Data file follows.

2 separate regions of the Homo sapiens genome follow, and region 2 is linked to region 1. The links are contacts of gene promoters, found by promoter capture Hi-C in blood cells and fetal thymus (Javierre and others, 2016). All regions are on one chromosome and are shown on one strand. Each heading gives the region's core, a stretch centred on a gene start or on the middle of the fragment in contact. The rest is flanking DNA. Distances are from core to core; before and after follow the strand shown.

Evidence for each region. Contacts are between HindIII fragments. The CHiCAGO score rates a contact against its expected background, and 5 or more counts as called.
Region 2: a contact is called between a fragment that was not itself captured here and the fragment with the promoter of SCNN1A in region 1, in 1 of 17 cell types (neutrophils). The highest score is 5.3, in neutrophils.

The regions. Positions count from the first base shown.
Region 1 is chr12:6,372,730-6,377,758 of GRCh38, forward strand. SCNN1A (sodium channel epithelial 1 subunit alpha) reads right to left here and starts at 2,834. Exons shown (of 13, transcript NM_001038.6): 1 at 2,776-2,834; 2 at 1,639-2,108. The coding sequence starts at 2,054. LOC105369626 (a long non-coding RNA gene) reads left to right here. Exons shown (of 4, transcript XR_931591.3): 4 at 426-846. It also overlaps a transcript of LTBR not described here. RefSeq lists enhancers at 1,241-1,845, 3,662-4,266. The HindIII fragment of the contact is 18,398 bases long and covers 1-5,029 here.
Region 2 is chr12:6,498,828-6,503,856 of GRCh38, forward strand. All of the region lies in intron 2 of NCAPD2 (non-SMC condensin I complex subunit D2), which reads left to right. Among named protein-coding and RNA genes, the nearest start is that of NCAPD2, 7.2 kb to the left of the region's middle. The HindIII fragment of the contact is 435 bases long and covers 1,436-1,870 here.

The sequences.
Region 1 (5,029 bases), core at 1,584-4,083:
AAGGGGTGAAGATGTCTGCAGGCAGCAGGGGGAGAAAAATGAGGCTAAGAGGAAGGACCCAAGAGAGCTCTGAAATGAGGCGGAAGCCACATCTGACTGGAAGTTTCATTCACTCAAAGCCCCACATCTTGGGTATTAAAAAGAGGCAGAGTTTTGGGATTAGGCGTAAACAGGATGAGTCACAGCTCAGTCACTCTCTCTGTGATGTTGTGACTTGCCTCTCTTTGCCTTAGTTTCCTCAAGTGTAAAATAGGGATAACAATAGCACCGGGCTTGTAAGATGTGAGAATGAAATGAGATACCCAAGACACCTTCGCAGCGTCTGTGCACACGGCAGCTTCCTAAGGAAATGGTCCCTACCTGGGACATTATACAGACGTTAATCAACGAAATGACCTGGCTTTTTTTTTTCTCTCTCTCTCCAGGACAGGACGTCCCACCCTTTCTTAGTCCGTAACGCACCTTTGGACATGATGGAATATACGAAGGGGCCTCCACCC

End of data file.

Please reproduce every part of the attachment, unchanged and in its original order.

2 separate regions of the Homo sapiens genome follow, and region 2 is linked to region 1. The links are contacts of gene promoters, found by promoter capture Hi-C in blood cells and fetal thymus (Javierre and others, 2016). All regions are on one chromosome and are shown on one strand. Each heading gives the region's core, a stretch centred on a gene start or on the middle of the fragment in contact. The rest is flanking DNA. Distances are from core to core; before and after follow the strand shown.

Evidence for each region. Contacts are between HindIII fragments. The CHiCAGO score rates a contact against its expected background, and 5 or more counts as called.
Region 2: a contact is called between a fragment that was not itself captured here and the fragment with the promoter of SCNN1A in region 1, in 1 of 17 cell types (neutrophils). The highest score is 5.3, in neutrophils.

The regions. Positions count from the first base shown.
Region 1 is chr12:6,372,730-6,377,758 of GRCh38, forward strand. SCNN1A (sodium channel epithelial 1 subunit alpha) reads right to left here and starts at 2,834. Exons shown (of 13, transcript NM_001038.6): 1 at 2,776-2,834; 2 at 1,639-2,108. The coding sequence starts at 2,054. LOC105369626 (a long non-coding RNA gene) reads left to right here. Exons shown (of 4, transcript XR_931591.3): 4 at 426-846. It also overlaps a transcript of LTBR not described here. RefSeq lists enhancers at 1,241-1,845, 3,662-4,266. The HindIII fragment of the contact is 18,398 bases long and covers 1-5,029 here.
Region 2 is chr12:6,498,828-6,503,856 of GRCh38, forward strand. All of the region lies in intron 2 of NCAPD2 (non-SMC condensin I complex subunit D2), which reads left to right. Among named protein-coding and RNA genes, the nearest start is that of NCAPD2, 7.2 kb to the left of the region's middle. The HindIII fragment of the contact is 435 bases long and covers 1,436-1,870 here.

The sequences.
Region 1 (5,029 bases), core at 1,584-4,083:
AAGGGGTGAAGATGTCTGCAGGCAGCAGGGGGAGAAAAATGAGGCTAAGAGGAAGGACCCAAGAGAGCTCTGAAATGAGGCGGAAGCCACATCTGACTGGAAGTTTCATTCACTCAAAGCCCCACATCTTGGGTATTAAAAAGAGGCAGAGTTTTGGGATTAGGCGTAAACAGGATGAGTCACAGCTCAGTCACTCTCTCTGTGATGTTGTGACTTGCCTCTCTTTGCCTTAGTTTCCTCAAGTGTAAAATAGGGATAACAATAGCACCGGGCTTGTAAGATGTGAGAATGAAATGAGATACCCAAGACACCTTCGCAGCGTCTGTGCACACGGCAGCTTCCTAAGGAAATGGTCCCTACCTGGGACATTATACAGACGTTAATCAACGAAATGACCTGGCTTTTTTTTTTCTCTCTCTCTCCAGGACAGGACGTCCCACCCTTTCTTAGTCCGTAACGCACCTTTGGACATGATGGAATATACGAAGGGGCCTCCACCC